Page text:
NEWLY DIAGNOSED PATIENTS:

Types of Myeloma


The type of myeloma corresponds to the particular type of immunoglobulin or the light chain (kappa or lambda type) that the myeloma cells produce. The most common type of myeloma is IgG, which accounts for about 60% to 70% of all cases. IgA accounts for about 20% of cases. 

Another type of myeloma is light chain myeloma, which occurs in about 15% to 20% of individuals with the disease. In this type of myeloma, the myeloma cells produce incomplete immunoglobulins—they contain only the light chain portion (and not the heavy chains). The light chain portion is also known as Bence Jones protein, after the chemist who discovered the light chains. Thus, light chain myeloma is also referred to as Bence Jones myeloma.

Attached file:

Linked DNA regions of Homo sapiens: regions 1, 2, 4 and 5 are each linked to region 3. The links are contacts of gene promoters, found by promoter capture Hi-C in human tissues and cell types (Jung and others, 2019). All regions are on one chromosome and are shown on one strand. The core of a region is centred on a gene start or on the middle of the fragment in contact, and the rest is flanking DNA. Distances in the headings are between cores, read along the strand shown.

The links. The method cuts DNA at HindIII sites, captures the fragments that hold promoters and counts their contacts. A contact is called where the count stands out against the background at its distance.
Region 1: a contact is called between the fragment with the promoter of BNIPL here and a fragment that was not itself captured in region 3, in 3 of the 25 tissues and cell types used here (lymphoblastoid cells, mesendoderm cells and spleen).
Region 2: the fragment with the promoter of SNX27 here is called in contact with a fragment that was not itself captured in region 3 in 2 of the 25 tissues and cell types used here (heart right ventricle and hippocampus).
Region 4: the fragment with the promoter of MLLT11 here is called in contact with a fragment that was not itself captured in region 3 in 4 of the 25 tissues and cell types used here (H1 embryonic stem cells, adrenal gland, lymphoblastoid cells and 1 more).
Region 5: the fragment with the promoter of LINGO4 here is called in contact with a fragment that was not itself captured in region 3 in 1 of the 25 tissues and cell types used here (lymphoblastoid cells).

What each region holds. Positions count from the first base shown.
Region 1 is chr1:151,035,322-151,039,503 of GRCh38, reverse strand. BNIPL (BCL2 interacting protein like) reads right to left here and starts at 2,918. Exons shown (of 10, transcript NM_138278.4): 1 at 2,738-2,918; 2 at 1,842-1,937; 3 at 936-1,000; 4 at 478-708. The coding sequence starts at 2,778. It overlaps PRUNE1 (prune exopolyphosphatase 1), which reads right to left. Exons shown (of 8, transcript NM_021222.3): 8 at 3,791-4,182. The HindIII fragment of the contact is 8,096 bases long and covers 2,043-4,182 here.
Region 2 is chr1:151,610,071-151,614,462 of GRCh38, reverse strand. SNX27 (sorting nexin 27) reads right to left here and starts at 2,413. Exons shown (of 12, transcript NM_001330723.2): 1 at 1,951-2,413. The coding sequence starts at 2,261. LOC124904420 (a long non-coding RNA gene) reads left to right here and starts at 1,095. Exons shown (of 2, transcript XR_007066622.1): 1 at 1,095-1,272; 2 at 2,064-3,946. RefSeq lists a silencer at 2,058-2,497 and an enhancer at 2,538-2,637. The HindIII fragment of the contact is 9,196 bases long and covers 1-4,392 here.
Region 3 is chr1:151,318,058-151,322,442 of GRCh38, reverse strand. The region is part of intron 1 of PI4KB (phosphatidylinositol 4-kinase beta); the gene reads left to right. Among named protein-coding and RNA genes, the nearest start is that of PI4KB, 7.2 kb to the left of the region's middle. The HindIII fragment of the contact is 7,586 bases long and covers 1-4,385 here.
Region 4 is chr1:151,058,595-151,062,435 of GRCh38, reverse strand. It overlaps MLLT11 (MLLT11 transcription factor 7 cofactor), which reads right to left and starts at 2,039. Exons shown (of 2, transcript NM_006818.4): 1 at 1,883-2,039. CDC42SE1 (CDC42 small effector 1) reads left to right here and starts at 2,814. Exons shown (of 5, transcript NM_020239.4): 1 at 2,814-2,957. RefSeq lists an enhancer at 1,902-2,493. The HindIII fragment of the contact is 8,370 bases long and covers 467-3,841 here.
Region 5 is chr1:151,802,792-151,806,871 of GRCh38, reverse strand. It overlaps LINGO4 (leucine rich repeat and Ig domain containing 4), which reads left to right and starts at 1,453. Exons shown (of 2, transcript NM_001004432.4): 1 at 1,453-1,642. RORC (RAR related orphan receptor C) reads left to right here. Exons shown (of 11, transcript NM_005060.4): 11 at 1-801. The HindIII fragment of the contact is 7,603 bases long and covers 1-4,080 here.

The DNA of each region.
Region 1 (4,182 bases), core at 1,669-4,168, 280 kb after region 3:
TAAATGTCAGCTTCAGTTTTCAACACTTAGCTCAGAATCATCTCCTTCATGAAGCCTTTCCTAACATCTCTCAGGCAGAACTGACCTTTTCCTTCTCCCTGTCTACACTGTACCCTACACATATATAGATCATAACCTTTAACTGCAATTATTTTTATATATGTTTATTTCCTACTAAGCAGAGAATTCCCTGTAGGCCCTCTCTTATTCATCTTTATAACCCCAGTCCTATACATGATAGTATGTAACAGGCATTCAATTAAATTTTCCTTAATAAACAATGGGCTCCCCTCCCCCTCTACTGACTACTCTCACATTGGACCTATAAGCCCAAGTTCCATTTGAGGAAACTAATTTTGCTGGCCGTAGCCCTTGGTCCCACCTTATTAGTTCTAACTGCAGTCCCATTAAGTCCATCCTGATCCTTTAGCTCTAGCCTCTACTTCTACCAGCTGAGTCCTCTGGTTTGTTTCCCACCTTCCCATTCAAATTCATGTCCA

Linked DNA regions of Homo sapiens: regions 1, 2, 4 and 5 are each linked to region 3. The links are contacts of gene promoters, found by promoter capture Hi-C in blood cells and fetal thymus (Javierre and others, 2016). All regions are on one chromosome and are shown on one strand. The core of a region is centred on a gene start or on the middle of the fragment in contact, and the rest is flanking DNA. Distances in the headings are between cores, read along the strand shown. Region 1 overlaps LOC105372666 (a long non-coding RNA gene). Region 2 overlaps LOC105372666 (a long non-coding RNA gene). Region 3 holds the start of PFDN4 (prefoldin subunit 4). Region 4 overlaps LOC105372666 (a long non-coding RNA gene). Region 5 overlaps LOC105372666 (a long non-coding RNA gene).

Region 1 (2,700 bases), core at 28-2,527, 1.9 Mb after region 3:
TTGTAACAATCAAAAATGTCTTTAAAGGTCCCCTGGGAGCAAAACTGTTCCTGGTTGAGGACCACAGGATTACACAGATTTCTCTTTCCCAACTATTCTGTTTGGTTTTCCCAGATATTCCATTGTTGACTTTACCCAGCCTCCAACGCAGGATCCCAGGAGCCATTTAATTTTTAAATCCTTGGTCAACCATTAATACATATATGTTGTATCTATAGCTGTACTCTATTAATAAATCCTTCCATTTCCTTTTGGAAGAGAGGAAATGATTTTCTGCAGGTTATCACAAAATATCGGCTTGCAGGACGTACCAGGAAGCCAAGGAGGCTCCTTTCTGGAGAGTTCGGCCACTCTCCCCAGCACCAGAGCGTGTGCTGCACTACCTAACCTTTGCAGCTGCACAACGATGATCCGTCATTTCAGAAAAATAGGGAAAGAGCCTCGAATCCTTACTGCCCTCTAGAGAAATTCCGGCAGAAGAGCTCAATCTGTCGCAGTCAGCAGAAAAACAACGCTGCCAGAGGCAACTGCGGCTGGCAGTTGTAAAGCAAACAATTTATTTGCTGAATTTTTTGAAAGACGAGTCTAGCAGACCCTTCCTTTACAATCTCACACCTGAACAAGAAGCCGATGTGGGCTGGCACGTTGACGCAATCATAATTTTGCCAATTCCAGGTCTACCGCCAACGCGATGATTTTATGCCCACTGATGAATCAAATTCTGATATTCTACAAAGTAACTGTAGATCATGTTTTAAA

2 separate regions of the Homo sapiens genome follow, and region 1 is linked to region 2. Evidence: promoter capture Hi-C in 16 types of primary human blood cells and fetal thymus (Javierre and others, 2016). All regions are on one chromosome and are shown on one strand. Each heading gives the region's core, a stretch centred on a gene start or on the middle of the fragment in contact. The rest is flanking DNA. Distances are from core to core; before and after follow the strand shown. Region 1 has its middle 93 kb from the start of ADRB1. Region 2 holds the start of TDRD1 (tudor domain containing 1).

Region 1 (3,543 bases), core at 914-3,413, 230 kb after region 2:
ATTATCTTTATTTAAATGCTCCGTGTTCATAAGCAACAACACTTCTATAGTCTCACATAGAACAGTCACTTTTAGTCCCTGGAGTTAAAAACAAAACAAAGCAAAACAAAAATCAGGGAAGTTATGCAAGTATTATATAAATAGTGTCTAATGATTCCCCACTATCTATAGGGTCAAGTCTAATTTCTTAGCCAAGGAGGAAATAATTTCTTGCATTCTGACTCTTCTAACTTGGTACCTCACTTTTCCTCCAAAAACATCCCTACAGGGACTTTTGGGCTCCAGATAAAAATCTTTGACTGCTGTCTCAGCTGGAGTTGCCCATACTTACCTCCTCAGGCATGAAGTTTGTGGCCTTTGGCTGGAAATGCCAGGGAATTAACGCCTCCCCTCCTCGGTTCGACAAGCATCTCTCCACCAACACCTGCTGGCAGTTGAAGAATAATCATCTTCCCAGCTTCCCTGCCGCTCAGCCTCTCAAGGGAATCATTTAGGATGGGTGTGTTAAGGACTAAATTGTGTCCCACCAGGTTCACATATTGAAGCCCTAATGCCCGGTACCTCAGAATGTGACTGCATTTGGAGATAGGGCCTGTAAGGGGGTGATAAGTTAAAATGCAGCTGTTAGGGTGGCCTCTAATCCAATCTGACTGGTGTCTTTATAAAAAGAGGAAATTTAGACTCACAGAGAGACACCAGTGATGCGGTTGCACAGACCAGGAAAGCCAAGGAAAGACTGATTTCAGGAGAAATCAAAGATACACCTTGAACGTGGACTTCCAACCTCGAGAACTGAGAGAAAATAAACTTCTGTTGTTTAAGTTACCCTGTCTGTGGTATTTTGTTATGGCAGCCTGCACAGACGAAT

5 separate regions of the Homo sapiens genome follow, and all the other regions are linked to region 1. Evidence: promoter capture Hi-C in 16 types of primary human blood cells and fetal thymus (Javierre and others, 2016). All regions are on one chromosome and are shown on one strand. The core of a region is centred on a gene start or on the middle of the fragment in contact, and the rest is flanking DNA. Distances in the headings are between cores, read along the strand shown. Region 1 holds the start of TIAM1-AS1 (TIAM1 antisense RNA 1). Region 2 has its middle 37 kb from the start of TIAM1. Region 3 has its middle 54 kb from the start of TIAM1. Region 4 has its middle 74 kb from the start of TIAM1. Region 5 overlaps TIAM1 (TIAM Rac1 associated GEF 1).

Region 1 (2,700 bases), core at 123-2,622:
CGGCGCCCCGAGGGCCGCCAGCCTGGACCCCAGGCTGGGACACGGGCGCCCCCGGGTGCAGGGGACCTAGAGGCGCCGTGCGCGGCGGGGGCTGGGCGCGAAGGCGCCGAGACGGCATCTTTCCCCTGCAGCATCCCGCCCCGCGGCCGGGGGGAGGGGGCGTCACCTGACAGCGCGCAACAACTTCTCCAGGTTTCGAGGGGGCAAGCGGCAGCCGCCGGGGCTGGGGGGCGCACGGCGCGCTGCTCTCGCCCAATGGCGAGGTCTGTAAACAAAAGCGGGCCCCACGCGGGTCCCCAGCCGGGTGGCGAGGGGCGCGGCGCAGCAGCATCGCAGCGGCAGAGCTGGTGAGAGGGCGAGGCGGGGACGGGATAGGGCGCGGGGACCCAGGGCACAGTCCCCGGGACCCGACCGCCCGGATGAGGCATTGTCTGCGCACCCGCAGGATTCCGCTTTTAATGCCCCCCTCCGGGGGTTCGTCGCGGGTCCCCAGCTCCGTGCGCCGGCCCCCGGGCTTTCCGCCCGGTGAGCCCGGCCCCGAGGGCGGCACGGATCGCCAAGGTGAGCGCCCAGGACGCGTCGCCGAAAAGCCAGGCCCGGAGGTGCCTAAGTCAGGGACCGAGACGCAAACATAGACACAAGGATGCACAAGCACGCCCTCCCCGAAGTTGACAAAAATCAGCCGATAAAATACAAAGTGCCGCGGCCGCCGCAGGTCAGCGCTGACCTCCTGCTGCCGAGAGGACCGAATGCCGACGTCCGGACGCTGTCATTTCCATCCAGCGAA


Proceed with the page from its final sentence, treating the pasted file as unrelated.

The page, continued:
With light chain myeloma, M protein is found primarily in the urine rather than the blood. Bence Jones proteins may deposit in the kidney and clog the tiny tubules that make up the kidney’s filtering system, which can eventually cause kidney damage and subsequently kidney failure.

A rare form of myeloma called nonsecretory myeloma affects about 1% to 2% of individuals with myeloma. In this form of the disease, the level of M protein produced by myeloma cells is too low to be detected by standard testing.